Morans ditch tradition to join fight against HIV
By RAWLINGS OTIENO
| October 5th 2013
By RAWLINGS OTIENO
It never occurred to a good number of Maasai morans that they could be susceptible to HIV/Aids.
To many from that community, Aids was an ailment for the Luos, Luhyas, Kikuyus and those that embraced urbanisation. It was a topic long discussed and left to worry others, but not them.
For many, there has not been need for protection whenever they had sex, even if it involves multiple partners. That still happens in some places.
This could have aided the spread of HIV/Aids among the pastoralist community that also practices nomadism whenever pasture is limited.
The traditional Maasai man would not be offended if he returned from the grazing field and found a spear outside his door. It only means another man is busy sexually satisfying his woman in his own house.
One was allowed to pitch camp in the next available house, with another man’s wife and do the same, and that sequence could be endless.
Today, however, a Maasai woman’s worry is what her man is likely to carry with him after days away in the grazing fields.
Mamatini Sironik says it is difficult to tell her husband to use a condom whenever he returns after days of pastoralism.
The 46-year-old mother of seven admits that when the men go out to look for pasture, chances are they will indulge in risky sexual behaviour.
“Sometimes I worry because you don’t know who your husband has met out there. But we just trust that everything is ok,” Sironik says.
This, coupled with lack of easily accessible healthcare for residents of the remote Sekenani village, as well as limited education on matters HIV and Aids, could have worsened the situation.
But morans from Mara Division, Narok County, broke the silence and took the matter into their hands. Starting with their peers, they educated the masses on HIV/Aids.
For two years now, John Kui, 26, has been leading the onslaught in the exercise. It has not been a walk in the park, especially for a community that has held its fabric of tradition and culture together for years.
When Mr Kui started assembling the young Morans to educate them on the need to get tested for HIV, he encountered hostility.
“They used to ask me to denounce my girlfriend first before talking to them about check-up,” says Kui.
The volunteer community health worker says the morans felt that behavioural change was not important.
“The youth would ask how I could help them if they were found to harbor the virus,” says Kui.
But now things have changed in the Orboma-Sekenani village more than 60km South of Narok town.
The Orboma, Maasai for Manyatta, has more than 350 people, majority being women and children, while men and young boys go out to take care of the hundreds of animals.
Lack of awareness
At Orboma, we find the women and children seated under a tree, making beads. This is also the time the young girls are taught the culture and tradition of the community.
Our presence seems to have disturbed the serene and calm that exists in the closely-knit community.
But they ease when Kui greets them in the Maa language and soon some step forward to be interviewed.
Sekut Raphael, 17, says that constant peer education in the Orboma has helped young people abstain from sex or stick to one girlfriend.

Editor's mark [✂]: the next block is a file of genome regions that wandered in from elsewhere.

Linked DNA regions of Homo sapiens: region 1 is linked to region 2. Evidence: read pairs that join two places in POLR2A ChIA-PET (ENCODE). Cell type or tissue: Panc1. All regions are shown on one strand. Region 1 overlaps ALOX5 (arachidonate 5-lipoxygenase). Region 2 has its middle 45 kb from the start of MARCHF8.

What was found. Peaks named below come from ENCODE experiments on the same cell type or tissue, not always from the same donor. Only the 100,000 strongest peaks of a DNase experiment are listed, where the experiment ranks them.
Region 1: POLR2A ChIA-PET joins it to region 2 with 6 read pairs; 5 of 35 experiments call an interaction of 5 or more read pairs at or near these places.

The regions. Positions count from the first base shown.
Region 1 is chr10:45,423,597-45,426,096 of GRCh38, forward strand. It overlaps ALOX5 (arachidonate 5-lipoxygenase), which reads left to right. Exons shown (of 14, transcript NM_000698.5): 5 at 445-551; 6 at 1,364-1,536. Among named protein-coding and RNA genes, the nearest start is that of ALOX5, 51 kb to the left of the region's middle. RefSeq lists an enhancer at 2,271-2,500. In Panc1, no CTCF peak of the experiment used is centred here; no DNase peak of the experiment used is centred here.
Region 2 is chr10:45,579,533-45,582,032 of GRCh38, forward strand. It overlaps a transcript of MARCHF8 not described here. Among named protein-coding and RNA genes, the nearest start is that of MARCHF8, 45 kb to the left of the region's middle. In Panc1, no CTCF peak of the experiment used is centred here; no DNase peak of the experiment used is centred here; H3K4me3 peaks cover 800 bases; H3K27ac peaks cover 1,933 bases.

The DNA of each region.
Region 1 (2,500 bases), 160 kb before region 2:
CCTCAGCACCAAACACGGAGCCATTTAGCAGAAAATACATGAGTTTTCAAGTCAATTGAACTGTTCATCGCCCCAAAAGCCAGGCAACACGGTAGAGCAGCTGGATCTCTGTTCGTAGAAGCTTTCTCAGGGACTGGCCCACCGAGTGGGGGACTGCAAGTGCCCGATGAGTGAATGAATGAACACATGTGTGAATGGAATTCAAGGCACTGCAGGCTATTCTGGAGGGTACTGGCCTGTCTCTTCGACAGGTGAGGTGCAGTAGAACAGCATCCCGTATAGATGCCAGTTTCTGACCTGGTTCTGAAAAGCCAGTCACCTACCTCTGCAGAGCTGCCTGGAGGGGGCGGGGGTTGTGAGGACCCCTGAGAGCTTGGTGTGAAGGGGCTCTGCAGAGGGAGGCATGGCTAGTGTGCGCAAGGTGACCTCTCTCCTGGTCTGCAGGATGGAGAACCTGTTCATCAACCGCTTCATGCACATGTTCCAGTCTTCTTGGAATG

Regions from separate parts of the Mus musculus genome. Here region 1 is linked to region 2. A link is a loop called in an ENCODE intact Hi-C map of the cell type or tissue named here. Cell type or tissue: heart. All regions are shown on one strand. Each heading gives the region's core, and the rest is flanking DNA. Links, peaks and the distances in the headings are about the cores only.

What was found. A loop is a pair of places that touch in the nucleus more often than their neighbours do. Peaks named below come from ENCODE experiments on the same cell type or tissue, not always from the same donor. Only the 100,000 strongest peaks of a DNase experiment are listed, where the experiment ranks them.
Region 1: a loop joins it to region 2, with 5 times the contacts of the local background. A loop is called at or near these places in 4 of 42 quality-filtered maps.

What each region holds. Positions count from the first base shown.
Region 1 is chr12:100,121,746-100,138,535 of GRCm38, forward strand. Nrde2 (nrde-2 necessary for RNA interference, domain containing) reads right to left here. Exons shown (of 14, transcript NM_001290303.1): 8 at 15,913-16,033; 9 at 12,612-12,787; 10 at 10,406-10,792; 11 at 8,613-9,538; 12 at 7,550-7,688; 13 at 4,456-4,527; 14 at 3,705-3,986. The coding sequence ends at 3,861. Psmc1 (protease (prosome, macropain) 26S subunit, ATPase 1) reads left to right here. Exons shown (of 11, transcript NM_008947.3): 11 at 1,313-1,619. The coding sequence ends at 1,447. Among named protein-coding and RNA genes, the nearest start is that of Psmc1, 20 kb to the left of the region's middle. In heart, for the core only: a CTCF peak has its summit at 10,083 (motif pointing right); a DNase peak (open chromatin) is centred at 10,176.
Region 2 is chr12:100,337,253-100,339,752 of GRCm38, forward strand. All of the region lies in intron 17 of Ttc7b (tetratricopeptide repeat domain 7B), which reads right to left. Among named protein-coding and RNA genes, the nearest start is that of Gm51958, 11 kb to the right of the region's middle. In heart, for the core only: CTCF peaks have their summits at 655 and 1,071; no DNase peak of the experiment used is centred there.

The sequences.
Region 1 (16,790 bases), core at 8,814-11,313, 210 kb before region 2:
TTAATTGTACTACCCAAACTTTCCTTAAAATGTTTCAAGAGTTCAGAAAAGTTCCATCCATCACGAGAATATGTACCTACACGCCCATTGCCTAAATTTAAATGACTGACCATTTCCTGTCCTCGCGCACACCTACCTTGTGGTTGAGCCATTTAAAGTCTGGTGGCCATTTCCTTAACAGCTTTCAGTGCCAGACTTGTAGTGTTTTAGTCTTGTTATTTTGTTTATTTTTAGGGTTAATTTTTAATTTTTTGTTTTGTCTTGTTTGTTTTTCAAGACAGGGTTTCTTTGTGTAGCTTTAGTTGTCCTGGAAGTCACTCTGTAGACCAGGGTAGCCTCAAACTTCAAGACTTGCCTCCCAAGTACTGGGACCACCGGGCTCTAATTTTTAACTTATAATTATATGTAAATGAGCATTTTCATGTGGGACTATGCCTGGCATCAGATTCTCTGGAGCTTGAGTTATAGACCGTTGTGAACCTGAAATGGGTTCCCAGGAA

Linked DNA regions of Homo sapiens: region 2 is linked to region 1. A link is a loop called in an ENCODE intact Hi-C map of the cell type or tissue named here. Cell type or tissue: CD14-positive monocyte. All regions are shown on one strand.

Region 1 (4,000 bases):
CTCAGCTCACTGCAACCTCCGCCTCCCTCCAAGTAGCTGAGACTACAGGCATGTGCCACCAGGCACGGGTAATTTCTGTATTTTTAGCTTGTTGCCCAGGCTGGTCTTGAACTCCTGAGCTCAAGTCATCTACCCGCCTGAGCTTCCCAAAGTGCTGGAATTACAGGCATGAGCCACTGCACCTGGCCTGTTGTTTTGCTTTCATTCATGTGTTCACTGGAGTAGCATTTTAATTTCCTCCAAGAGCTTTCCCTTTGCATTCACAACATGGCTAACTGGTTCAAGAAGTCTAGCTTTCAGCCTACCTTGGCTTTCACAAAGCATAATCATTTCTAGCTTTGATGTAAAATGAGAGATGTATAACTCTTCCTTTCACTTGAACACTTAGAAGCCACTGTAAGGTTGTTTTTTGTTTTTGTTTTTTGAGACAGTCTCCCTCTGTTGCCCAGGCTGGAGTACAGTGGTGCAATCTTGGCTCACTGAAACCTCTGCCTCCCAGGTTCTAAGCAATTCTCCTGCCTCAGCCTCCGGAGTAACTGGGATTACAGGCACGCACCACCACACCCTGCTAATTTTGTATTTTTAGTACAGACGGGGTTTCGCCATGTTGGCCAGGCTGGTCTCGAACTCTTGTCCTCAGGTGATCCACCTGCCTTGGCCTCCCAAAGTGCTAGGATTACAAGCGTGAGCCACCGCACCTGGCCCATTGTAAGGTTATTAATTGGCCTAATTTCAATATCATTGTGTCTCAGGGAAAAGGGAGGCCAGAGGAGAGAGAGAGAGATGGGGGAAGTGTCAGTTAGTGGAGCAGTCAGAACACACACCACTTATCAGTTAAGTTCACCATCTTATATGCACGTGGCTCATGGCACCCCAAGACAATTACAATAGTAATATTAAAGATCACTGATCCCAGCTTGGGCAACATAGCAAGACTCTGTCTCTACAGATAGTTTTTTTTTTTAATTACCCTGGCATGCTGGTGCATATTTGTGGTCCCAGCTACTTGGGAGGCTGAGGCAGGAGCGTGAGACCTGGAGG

“We constantly inform our peers that HIV is real and that anybody can get infected,” says Sekut.
His peer and confidant Simon Muli, 18, a student at a school in the Rift Valley, echoes his words.
Mr Muli says lack of awareness about the scourge and its ramifications has been a pointer to new infections in the area.
“People are not aware of the issues concerning HIV. Lack of education among some of the youth can also be blamed,” says Muli.
He says Kui has been on the forefront of educating the youths on the use of condoms to reduce the risk of contacting the deadly virus.
Despite several interventions by the government, the women in this part continue to face a high risk of being exposed to HIV, as they are left with children as their husbands travel with animals in search of water and pasture.
According to the Ministry of Health, the area is served by one health facility, which is visited by a clinical officer from Olulunga District Hospital once a fortnight.
The nomadic lifestyle of the Maasai who make up much of the population has forced the government, with the help of AphiaPlus and LVCT, to start a mobile HIV voluntary, counseling and testing service.
“Accessing health services here is a nightmare. You have to visit a place like this to appreciate how poor infrastructure affects provision of services,” says Mrs Sironik.
Ready to learn
Kui says teaching the youth and the women on the reality of HIV/Aids is mainly targeted during celebrations such as rites of passage, which comes seldom.
“The youth are ready to learn but the challenge is time and the absence of health facilities. Besides, most of the youth here can only listen to someone who they can identify with, one of their own,” says Kui.
According to the APHIA Plus Programmes Officer of Narok County Wycliffe Kokonya, the county’s HIV prevalence now stands at 4.1 per cent and is stabilising, owing to the continuous education and raising awareness that the virus is real.
“Before the Maasai’s believed that HIV is for other tribes,” says Mr Kokonya.
Lack of education, good roads, inadequate health facilities and insufficient health care givers in the vast semi-arid county has slowed down the process of reaching the youth in the interior villages.
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